Pure and genuine religion in the sight of God the Father means caring for orphans and widows in their distress and refusing to let the world corrupt you. James 1:27
Wednesday, March 20, 2013
Guest Post: Going Back for More
Donnie Manis is a follower of Jesus, orphan care advocate, member of Frazer, and die-hard Alabama fan. His heart is tied to the people of Addis Ababa, Ethiopia, after he went on a mission trip there a few years ago. He went with the intention of escorting his niece on the trip and instead, his life was changed forever. He has been back to Addis Ababa every year since. Today he share with us why he continues to go back.You can read more from Donnie on his bloghere.
It was a normal December day less than four years ago. My phone rang at work and I recognized the number. It was my niece Brooke.
I had promised to take her on a trip for graduation. She was calling to tell me that she wanted to go on a mission trip.
Africa? Umm, ok.
I’ve got to confess that in my 50 years I had never once had a thought that I wanted to set foot on African soil. I was so proud of her for wanting to do this, but this was intimidating. Maybe her mom would tell us she couldn’t go.
I am so glad she didn’t.
Through the wisdom and heart of this teenager, God moved my heart and gave me an incredible love for the children of a community on the west side of Addis Ababa, Ethiopia. A place called Korah.
Out of a two-week trip, we only spent two days in Korah. But God spoke to me and I knew I would be back.
We spent time with a ministry that was doing a summer camp (VBS-like) program for the children, and setting up a programs that would allow many of them to break the cycle and get an education while hearing the Good News.
This summer I will be going back for the fourth time. I can’t stay away.
There are some who would say, why?
Why keep going back to visit the same children?
Why not donate money rather than spend it going over there?
What good are you doing by seeing them one week a year?
I could probably write a book about why I believe God is leading me to travel across the world to see these people again and again. Or I could just quote James 1:27. But here are just a few reasons I keep going back:
Well, James 1:27…and dozens of other passages about God’s heart for the oppressed. Actually, not just dozens of isolated passages, but a theme – a thread – running through the entire Bible. Jesus came to rescue us when we were most helpless, just as the God of Israel had done throughout the Old Testament. He didn’t just send us provisions to meet our needs; he came in person. We are called to do the same.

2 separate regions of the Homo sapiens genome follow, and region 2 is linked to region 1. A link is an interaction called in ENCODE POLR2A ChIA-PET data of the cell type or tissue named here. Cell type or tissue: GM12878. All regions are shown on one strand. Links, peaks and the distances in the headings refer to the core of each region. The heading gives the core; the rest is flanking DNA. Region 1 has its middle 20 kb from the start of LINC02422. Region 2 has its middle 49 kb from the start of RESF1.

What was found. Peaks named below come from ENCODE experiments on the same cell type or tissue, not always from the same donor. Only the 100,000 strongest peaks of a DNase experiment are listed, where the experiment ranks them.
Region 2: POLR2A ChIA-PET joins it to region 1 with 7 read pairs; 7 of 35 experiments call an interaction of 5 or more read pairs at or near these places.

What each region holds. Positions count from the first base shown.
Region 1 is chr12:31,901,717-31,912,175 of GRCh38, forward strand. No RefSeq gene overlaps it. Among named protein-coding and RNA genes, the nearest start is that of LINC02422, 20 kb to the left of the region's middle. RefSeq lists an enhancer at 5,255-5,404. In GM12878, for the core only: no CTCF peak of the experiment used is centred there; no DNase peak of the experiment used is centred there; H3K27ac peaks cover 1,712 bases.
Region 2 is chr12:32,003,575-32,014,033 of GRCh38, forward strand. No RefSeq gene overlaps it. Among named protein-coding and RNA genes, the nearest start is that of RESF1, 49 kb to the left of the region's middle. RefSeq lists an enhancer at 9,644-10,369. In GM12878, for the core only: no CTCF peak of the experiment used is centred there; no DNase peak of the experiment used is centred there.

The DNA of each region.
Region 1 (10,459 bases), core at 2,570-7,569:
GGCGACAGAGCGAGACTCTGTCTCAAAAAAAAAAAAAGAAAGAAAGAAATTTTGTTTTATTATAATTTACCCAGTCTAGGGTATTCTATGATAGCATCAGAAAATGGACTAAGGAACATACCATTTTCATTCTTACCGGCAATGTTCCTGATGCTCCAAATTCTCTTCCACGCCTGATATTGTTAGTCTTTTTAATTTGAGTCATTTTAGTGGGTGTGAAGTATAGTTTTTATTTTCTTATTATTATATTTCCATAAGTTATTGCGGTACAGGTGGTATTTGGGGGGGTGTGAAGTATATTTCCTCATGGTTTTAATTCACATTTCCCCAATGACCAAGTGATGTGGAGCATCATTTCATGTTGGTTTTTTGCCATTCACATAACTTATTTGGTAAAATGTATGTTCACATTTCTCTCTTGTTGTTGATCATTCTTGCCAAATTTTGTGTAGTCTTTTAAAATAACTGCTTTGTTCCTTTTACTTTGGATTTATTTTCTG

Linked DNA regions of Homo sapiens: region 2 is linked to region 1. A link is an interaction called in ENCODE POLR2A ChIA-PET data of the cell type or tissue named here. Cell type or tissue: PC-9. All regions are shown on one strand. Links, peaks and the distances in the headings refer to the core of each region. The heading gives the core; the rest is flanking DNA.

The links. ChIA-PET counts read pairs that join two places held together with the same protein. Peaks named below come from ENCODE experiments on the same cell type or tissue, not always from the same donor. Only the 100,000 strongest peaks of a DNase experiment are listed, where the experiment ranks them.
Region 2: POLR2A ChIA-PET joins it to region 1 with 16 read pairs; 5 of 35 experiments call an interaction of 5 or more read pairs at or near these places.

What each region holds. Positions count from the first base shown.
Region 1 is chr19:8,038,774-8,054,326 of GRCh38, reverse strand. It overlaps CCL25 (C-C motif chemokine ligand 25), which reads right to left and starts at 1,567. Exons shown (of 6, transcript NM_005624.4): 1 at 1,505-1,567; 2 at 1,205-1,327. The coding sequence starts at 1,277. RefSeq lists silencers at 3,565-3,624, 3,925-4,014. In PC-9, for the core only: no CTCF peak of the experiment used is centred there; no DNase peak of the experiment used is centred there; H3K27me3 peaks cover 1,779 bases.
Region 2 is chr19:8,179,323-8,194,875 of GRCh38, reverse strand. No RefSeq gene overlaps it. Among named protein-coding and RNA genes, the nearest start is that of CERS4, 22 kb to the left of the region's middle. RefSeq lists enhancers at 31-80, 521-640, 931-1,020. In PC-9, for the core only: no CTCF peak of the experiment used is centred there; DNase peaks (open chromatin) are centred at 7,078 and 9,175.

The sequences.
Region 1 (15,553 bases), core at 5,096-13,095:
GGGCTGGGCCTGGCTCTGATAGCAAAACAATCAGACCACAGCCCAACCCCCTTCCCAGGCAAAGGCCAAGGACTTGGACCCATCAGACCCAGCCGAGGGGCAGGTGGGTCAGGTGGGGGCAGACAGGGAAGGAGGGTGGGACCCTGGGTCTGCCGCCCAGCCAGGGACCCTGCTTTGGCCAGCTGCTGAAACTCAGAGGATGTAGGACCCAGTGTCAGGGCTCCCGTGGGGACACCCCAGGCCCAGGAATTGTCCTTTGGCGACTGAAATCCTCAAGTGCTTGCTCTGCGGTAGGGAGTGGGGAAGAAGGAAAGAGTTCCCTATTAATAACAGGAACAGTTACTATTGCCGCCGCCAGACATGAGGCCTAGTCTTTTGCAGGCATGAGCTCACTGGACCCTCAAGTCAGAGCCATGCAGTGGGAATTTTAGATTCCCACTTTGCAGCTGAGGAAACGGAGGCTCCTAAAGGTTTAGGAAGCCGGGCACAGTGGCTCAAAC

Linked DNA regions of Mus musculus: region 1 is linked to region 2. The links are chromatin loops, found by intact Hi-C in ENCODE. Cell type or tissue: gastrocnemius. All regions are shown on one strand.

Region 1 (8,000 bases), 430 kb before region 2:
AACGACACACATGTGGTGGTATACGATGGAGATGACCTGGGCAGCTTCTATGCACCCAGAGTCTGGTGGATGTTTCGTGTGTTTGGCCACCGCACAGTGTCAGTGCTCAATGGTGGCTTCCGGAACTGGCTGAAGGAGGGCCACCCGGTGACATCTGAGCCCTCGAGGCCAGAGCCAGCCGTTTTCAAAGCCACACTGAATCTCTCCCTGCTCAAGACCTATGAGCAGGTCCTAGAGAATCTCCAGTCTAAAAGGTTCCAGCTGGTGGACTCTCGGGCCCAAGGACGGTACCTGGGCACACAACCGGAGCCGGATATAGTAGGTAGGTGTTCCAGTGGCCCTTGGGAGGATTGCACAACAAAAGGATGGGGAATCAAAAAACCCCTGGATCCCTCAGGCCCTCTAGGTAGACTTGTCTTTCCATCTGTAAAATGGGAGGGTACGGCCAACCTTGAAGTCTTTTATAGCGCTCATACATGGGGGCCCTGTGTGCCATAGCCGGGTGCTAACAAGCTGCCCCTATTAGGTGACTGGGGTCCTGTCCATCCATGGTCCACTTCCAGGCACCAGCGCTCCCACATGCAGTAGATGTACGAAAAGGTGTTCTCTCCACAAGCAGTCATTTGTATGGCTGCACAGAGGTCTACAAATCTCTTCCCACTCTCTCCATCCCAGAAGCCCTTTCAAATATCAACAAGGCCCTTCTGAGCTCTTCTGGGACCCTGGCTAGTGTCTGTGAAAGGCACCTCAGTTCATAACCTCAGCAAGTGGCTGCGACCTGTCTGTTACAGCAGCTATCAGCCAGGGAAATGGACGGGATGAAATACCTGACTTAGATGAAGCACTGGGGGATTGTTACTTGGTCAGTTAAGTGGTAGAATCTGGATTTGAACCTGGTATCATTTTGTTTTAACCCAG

There is no substitute for a smile, a kind word, a touch, and time spent with someone. I don’t know about you, but my greatest need is to know I’m loved. There’s nothing that says, “I love you” like a personal visit.
I think we have fallen into the trap of believing that money solves all problems. We believe it about our own lives – if I just had a little more, I’d be happy. Well, it’s not true for us and it’s not true for them. Yes, financial support is important. But it is no substitute for what happens when they see a bus roll down their street full of Christ-followers who cared enough to come spend time with them and share “not only the gospel of God, but our lives as well.” (1 Thessalonians 2:8)
I can’t share my life with them without ever seeing them.
I love my friends who are investing their lives in these children full time. This is so important, because I’m fooling myself if I think one week a year is going to change the lives of the people in Addis. Right?
my visits encourage the hearts of those God is using there 365/24/7, then yes, it is making a difference. I’m talking about both the leaders who were born in Addis and devoted their lives to changing their community and those from other countries who have been called to live there full time. I go each year praying that something about my visit will help my friends there lift up Jesus and change the lives of the children. It’s not hit-and-run ministry; it’s a small part in a bigger plan.
To the extent that I remember that, I can get excited about how God is using me without getting a false sense that I have to save everyone because I have limited time. I am there to serve the people God has placed there.
It changes me.
God has worked through my Africa experience to give me heart for orphans in our community. My eyes have been opened to needs all around me, and it began when he opened my eyes to the needs of children 8,000 miles away.
I have a much greater view of how big God is and his plan for the nations because I’ve seen his work among the people of Addis. If you want to really see the heart of God, spend time with the people he has a heart for.
Those are just a few reasons – well, looking back maybe I did write a book! But there’s just so much to say. God is more awesome, merciful, loving, powerful, and wise than I ever imagined before July 2010. And I owe that to my dear friends in Ethiopia.